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MTA Demotes OMNY Contractor Cubic In Hopes of Speeding Up Commuter Rail Fare Integration

Officials are giving up on Cubic's delayed plans to bring Metro-North and the LIRR into the OMNY-verse.

Marc A. Hermann/MTA|

The MTA’s new fare payment system still excludes huge swaths of riders.

The MTA's beleaguered tap-and-go fare payment system OMNY will finally come to Metro-North and the Long Island Rail Road next year after years of delays — but without OMNY contractor Cubic at the helm, transit officials revealed on Friday.

Another contractor, Masabi, will instead oversee the incorporation of bus, subway, and commuter rail fares and schedules into the LIRR and Metro-North's popular trip planning and ticketing app MTA TrainTime, with the commuter rails running their own back-end software for fare collection, officials said.

"This is the best way to get this done as quickly as possible so that we don’t have any interruption in the quality of our ticketing service," MTA Construction and Development President Jamie Torres-Springer said in an exclusive interview.

“We’re announcing a full plan to implement a revised vision ... to finish OMNY, make it available to essentially all the users by the end of this year, and then fully complete it with all the bells and whistles by the end of next year," Torres-Springer said.

Transit leadership once promised the new fare system would usher in a "single, seamless, superior customer experience." But OMNY, which stands for One Metro New York, has failed to catch on among even bus and subway riders, the majority of whom still use the 30-year-old MetroCard.

The MetroCard's official end date — initially scheduled for 2023 — is "indefinitely" postponed. Public school and CUNY student fares and pre-tax monthly passes, which account for a huge chunk of riders, are still unavailable on OMNY — though officials aim to fix that by the end of this year, Torres-Springer said.

The 2017 OMNY contract ballooned from an initial $573 million to $772 million as the company changed ownership and, along with the MTA, faced significant turnover. The increase is partly due to an $85 million in change orders that Cubic was allowed to do under the original contract, while the remainder came from the MTA side, a company spokesperson said.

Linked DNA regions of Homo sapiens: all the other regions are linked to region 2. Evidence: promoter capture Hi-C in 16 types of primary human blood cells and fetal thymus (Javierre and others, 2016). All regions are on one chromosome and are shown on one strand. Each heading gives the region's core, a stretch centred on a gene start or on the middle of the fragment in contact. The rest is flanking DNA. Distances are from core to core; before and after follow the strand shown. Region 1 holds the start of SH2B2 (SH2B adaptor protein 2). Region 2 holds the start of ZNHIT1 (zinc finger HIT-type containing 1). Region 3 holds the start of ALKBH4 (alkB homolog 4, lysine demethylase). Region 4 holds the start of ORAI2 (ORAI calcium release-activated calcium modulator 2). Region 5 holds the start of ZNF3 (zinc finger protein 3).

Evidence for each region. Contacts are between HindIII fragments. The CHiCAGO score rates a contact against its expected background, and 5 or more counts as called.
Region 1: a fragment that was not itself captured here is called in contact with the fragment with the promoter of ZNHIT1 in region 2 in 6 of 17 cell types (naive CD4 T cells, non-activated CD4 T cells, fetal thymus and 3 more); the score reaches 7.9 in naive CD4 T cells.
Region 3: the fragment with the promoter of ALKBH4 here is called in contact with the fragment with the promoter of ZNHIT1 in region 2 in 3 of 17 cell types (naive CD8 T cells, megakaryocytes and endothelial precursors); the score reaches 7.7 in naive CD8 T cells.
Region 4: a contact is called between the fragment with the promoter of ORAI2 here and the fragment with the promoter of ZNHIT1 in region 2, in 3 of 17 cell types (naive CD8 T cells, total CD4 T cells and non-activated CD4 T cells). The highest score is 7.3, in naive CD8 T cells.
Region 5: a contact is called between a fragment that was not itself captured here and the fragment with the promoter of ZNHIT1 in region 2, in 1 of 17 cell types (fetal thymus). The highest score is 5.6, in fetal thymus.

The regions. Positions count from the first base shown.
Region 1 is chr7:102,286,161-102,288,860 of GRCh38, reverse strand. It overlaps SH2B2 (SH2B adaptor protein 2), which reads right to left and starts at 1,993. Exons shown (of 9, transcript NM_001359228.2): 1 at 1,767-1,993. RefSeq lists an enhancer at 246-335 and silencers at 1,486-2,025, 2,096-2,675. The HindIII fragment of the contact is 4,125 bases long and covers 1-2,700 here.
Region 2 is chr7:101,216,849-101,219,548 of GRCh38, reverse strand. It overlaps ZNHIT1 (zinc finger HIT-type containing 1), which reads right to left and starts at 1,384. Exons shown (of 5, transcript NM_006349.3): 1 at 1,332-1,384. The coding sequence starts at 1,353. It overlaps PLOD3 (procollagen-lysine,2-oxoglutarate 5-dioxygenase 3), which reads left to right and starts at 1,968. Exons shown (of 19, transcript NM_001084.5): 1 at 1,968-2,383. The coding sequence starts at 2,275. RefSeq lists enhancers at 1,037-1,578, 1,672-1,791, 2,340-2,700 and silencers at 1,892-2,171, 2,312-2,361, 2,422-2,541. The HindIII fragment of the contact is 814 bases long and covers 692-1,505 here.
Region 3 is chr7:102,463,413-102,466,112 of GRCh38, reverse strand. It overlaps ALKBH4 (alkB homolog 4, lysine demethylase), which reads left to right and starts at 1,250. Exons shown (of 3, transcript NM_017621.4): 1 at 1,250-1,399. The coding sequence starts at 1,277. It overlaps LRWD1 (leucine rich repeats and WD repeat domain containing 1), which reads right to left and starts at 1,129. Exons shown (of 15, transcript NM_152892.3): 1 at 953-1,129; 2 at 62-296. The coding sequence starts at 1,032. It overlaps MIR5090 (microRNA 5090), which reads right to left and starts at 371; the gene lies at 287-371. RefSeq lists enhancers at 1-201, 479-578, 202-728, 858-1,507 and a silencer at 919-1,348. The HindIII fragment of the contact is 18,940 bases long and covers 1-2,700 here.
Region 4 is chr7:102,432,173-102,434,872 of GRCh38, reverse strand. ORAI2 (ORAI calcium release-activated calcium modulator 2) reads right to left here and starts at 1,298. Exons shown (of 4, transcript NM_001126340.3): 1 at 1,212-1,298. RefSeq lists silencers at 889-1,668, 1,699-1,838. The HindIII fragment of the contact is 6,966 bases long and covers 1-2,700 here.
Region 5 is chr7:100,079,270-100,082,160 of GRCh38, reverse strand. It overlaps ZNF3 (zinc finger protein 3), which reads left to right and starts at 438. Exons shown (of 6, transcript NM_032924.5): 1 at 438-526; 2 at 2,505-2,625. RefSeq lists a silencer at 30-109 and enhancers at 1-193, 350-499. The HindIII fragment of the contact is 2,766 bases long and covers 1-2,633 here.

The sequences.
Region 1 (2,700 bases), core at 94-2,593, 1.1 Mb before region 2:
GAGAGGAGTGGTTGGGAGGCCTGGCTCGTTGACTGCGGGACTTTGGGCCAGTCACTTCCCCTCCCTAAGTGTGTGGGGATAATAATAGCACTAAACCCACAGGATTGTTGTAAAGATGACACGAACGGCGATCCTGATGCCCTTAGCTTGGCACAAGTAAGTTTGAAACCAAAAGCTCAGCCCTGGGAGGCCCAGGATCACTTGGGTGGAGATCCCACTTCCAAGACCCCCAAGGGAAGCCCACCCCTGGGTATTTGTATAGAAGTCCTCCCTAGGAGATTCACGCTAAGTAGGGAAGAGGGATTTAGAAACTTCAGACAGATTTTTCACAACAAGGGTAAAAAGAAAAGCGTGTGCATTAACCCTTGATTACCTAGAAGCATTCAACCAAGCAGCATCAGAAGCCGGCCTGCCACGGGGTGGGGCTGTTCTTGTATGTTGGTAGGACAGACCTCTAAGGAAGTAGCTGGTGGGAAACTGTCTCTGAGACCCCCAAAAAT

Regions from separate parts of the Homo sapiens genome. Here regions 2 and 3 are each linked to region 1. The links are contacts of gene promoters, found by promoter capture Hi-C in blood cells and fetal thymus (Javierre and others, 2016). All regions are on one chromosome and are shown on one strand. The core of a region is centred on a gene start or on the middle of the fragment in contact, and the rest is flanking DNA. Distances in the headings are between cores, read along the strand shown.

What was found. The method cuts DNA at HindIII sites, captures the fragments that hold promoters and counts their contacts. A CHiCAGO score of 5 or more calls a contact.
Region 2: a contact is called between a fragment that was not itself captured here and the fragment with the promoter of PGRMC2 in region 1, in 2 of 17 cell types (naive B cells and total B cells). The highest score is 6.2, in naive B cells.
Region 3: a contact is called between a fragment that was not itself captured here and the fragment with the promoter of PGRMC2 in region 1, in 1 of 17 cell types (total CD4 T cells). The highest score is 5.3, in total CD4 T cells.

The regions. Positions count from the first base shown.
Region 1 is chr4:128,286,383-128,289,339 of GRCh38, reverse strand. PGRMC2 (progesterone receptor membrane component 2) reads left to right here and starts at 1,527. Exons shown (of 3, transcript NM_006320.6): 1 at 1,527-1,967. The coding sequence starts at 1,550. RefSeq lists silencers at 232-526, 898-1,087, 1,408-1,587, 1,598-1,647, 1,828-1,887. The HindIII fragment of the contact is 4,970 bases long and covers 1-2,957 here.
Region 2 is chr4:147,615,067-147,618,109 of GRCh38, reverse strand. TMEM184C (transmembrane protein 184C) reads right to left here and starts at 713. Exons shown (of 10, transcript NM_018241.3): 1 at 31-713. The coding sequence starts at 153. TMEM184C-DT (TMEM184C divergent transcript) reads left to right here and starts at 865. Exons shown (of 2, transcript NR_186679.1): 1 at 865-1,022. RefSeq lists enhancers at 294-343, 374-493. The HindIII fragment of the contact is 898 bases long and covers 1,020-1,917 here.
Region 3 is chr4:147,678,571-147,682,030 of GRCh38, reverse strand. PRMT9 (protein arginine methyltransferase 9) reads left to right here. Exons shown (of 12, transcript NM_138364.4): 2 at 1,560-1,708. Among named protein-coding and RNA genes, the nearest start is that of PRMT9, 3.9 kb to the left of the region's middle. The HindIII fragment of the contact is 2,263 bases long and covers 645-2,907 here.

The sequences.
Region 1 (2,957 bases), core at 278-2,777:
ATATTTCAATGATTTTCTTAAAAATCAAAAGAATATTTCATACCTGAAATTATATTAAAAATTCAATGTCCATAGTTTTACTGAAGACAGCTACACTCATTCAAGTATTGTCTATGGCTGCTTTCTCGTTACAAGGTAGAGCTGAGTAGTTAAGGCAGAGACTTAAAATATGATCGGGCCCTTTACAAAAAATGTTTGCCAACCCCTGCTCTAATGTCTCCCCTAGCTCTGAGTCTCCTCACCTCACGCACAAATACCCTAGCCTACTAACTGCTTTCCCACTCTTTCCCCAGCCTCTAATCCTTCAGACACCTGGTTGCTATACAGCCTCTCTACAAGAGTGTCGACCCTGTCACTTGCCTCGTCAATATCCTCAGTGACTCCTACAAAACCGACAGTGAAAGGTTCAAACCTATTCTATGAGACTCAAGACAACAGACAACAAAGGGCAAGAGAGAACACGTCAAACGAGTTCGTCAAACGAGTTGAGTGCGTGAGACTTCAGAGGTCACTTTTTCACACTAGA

The firm did not plan to bring the commuter rail into OMNY until 2027 — six years behind schedule. Under the revised plan officials will present to the MTA board this week, Cubic will also lose its contract to build new commuter rail ticket vending machines to Scheidt & Bachmann, which built the existing ticket kiosks for the two railroads.

Cubic will refund the MTA $36 million to cover the cost of the two new contracts, pending approval by the board.

Masabi's MTA TrainTime app is unusually popular for public service software, with a 4.9-star rating in Apple's App Store compared to the 1.8-star "Official MTA" app. The upgrade will allow for fare packages that encompass buses and trains operated by New York City Transit and the railroads, officials said.

“We have the ability to issue tickets to railroad riders that can then be used to ride the subway in an integrated fare, to create pay-as-you-go on the railroad — we have the flexibility for that," Torres-Springer said.

Riders will be able to use a single login for their OMNY account and their TrainTime account, unifying the front end, even if the back end will be managed by three contractors, according to MTA Senior Director for Commercial Strategy Jessica Lazarus.

"We're creating connections between the platforms that are invisible to the customer but create that sense of interoperability and cross-mode travel," Lazarus told Streetsblog.

OMNY's software will also allow for the future possibility of "one central back‐office clearing house" for fares and payment for commuter rails, subways, buses and other "affiliates" like the suburban bus companies that use MetroCard, according to a memo released Friday ahead of the board meetings.

Late arrival

In addition to the lack of commuter rail integration so far, OMNY has faced myriad problems, including:

  • that the system still does not include a full rollout of "non-regular" fare payment methods include pre-tax benefits, student MetroCards, paratransit fares and reduced fare programs like Fair Fares.
  • that OMNY will not work on the trans-Hudson PATH subway because the Port Authority launched its own system with Cubic for the sake of what a rep called "timeline certainty." The Port Authority only began accepting OMNY at JFK AirTrain last fall.
  • that the MTA and Cubic have been slow to install cash-accepting OMNY vending machines, currently available at just 37 of the city's 472 subway stations.
  • that OMNY readers installed at the back-door of buses to unlock faster service through all-door boarding remain inoperable, because the agency fears too much fare evasion.

Since the start of Cubic's contract, the MTA has been led by two governors and three chairmen plus a revolving door of presidents at New York City Transit, Metro-North and the LIRR. A consultant's review of the contract released on Friday, on the other hand, dinged Cubic for "insufficient staffing resources, inadequate [quality assurance] and software defects."